The same method (exact copy) took place in another class. Corresponding analyzer warning: V3020 An unconditional 'break' within a loop. Visualizers.Windows FactorManagerView.cs 350

By the way, I stumbled upon an unconditional continue statement in a loop (the analyzer found it by the same diagnostic), but above that there was the comment stating that it was a special temporary solution:

// TEMPORARY
continue;

Let me remind you that there were no such comments next to the unconditional break statement.

Let's move on.

internal static DependencyInformation GetDependencyInfo(....)
{
  ....
  IExpression resultIndex = null;
  ....
  if (resultIndex != null)
  {
    if (parameter.IsDefined(
          typeof(SkipIfMatchingIndexIsUniformAttribute), false))
    {
      if (resultIndex == null)
        throw new InferCompilerException(
                     parameter.Name 
                   + " has SkipIfMatchingIndexIsUniformAttribute but " 
                   + StringUtil.MethodNameToString(method) 
                   + " has no resultIndex parameter");
      ....
     }
     ....
  }
  ....
}

PVS-Studio warning: V3022 Expression 'resultIndex == null' is always false. Compiler FactorManager.cs 382

I'd like to note straight away that between the declaration and the given check, the value of the resultIndex variable might change. However, between checks resultIndex != null and resultIndex == null the value can not change. Therefore, the result of the expression resultIndex == null will always be false, and thus an exception will never be generated.

I hope that you have the interest to independent search for bugs even without my suggestions to find the problem, but just in case, I'll suggest doing it once again. The method code is small, I'll cite it entirely.

public static Tuple<int, string> ComputeMovieGenre(int offset,
                                                   string feature)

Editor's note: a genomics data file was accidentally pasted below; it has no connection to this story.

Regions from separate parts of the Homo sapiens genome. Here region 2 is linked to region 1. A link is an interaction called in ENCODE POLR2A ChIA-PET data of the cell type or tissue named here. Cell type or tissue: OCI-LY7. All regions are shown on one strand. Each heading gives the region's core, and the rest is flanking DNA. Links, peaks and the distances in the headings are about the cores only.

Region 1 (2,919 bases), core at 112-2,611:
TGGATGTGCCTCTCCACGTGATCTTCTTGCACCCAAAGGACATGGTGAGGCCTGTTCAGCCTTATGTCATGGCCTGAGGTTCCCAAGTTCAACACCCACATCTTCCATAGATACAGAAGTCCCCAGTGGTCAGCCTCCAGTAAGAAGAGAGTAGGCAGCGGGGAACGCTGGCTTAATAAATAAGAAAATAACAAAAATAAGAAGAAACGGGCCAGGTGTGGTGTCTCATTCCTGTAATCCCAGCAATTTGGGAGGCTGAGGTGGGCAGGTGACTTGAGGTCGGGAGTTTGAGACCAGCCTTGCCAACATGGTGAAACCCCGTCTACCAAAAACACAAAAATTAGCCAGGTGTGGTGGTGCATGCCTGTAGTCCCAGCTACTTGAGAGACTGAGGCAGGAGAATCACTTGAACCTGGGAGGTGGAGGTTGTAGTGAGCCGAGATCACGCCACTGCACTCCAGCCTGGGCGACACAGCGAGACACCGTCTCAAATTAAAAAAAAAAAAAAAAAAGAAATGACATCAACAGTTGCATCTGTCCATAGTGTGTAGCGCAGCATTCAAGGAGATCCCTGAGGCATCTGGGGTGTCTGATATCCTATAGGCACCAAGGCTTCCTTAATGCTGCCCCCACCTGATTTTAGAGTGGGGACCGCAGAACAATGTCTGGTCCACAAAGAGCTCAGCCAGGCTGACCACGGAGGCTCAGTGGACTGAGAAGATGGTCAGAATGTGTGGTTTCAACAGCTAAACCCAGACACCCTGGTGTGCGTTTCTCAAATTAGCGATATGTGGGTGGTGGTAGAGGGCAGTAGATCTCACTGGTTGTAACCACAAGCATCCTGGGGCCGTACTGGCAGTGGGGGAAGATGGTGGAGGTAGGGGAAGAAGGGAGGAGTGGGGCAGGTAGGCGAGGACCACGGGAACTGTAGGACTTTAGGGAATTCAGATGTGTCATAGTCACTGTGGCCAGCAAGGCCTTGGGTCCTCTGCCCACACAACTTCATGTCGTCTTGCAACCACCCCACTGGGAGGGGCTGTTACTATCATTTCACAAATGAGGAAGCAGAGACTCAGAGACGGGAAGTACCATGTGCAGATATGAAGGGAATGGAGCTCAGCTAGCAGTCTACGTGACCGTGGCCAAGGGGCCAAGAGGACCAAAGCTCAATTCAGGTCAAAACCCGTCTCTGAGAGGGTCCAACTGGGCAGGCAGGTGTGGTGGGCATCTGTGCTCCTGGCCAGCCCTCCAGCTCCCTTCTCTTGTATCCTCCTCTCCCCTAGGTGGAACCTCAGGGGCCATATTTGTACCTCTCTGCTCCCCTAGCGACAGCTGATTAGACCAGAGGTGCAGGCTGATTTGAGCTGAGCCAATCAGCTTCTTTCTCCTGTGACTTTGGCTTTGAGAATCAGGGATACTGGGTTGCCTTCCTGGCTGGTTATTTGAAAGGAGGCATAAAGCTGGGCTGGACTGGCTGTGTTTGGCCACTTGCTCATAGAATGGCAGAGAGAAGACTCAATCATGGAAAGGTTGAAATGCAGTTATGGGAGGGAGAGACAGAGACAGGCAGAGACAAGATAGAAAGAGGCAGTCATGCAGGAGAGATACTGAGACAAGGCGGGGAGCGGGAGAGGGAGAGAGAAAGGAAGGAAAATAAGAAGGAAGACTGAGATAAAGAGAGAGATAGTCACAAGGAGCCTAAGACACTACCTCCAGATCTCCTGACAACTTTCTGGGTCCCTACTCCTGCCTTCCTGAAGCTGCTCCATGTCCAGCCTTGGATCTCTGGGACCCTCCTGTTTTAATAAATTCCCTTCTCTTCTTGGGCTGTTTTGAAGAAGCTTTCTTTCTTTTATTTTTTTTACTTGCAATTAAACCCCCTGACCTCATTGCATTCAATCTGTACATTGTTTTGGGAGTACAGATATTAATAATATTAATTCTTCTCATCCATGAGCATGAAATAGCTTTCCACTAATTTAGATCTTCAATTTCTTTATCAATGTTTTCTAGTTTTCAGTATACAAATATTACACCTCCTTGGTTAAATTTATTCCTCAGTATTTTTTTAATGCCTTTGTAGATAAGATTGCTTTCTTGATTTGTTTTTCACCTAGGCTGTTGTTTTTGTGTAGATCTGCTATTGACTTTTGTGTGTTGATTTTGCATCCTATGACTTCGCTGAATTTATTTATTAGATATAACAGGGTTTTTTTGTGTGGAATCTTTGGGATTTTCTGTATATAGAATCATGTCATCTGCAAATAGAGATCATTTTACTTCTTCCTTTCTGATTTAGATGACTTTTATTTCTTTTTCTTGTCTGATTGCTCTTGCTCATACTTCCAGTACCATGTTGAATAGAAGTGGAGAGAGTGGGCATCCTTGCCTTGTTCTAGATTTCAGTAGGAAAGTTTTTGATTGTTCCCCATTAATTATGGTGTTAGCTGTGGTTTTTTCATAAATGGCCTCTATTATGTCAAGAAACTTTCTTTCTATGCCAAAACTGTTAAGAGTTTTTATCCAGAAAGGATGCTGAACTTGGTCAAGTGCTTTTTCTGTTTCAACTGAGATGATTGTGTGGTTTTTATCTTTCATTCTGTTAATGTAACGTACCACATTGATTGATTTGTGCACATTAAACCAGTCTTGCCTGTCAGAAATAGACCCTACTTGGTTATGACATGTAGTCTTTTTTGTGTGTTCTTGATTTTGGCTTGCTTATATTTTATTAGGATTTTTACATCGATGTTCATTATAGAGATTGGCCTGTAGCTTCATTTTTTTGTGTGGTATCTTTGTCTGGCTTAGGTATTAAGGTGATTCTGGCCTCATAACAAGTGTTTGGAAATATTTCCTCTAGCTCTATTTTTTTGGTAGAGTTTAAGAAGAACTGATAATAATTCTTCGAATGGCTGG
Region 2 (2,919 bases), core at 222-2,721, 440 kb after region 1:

{
  string[] genres = feature.Split('|');
  if (genres.Length < 1 && genres.Length > 3)
  {
    throw 
      new ArgumentException(string.Format(
            "Movies should have between 1 and 3 genres; given {0}.", 
            genres.Length));
  }

  double value = 1.0 / genres.Length;

  var result 
    = new StringBuilder(
            string.Format(
              "{0}:{1}",
              offset + MovieGenreBuckets[genres[0]],
              value));
  for (int i = 1; i < genres.Length; ++i)
  {
    result.Append(
      string.Format(
        "|{0}:{1}", 
        offset + MovieGenreBuckets[genres[i].Trim()],
        value));
  }

  return 
    new Tuple<int, string>(MovieGenreBucketCount, result.ToString());
}

Let's see what is happening here. The input string is parsed by the character '|'. If the length of the array does not match the expected one, an exception has to be generated. Wait a second ... genres.Length < 1 && genres.Length > 3 ? Since there is no number that would suit both range of values required by the expression ([int.MinValue..1) and (3..int.MaxValue]), the result of the expression will always be false. Therefore, this check protects from nothing and an expected exception will not be thrown.

This is what the analyzer prevents us about: V3022 Expression 'genres.Length < 1 && genres.Length > 3' is always false. Probably the '||' operator should be used here. Evaluator Features.cs 242

I came across a suspicious division operation.

public static void CreateTrueThetaAndPhi(....)
{
  ....
  double expectedRepeatOfTopicInDoc 
    = averageDocLength / numUniqueTopicsPerDoc;
  ....
  int cnt = Poisson.Sample(expectedRepeatOfTopicInDoc);
  ....
}

PVS-Studio warning: V3041 The expression was implicitly cast from 'int' type to 'double' type. Consider utilizing an explicit type cast to avoid the loss of a fractional part. An example: double A = (double)(X) / Y;. LDA Utilities.cs 74

Here's what suspicious in this place: integer division is executed (variables averageDocLength and numUniqueTopicsPerDoc are of the int type), but the result is written in a variable of the double type. Which begs the question: was it made deliberately or was division of real numbers implied? If the variable expectedRepeatOfTopicInDoc was of the int type, this would disallow possible issues.

In other places the method Poisson.Sample, the argument of which is a suspicious variable expectedRepeatOfTopicInDoc, is used, for example, as described below.

int numUniqueWordsPerTopic 
  = Poisson.Sample((double)averageWordsPerTopic);

averageWordsPerTopic is of the int type which is cast to double in the place of its using.

And here's another place of using:

double expectedRepeatOfWordInTopic 
  = ((double)numDocs) * averageDocLength / numUniqueWordsPerTopic;
....
int cnt = Poisson.Sample(expectedRepeatOfWordInTopic);

Note that variables have the same names as in the original example, only for the initialization of expectedRepeatOfWordInTopic division of real numbers is used (due to an explicit numDocs casting to the double type).

Overall, the starting source code fragment mentioned above highlighted by the analyzer with a warning is worth looking at.

Let's leave reflections on whether fix this or not to code authors (they know better), and we'll go further. To the next suspicious division.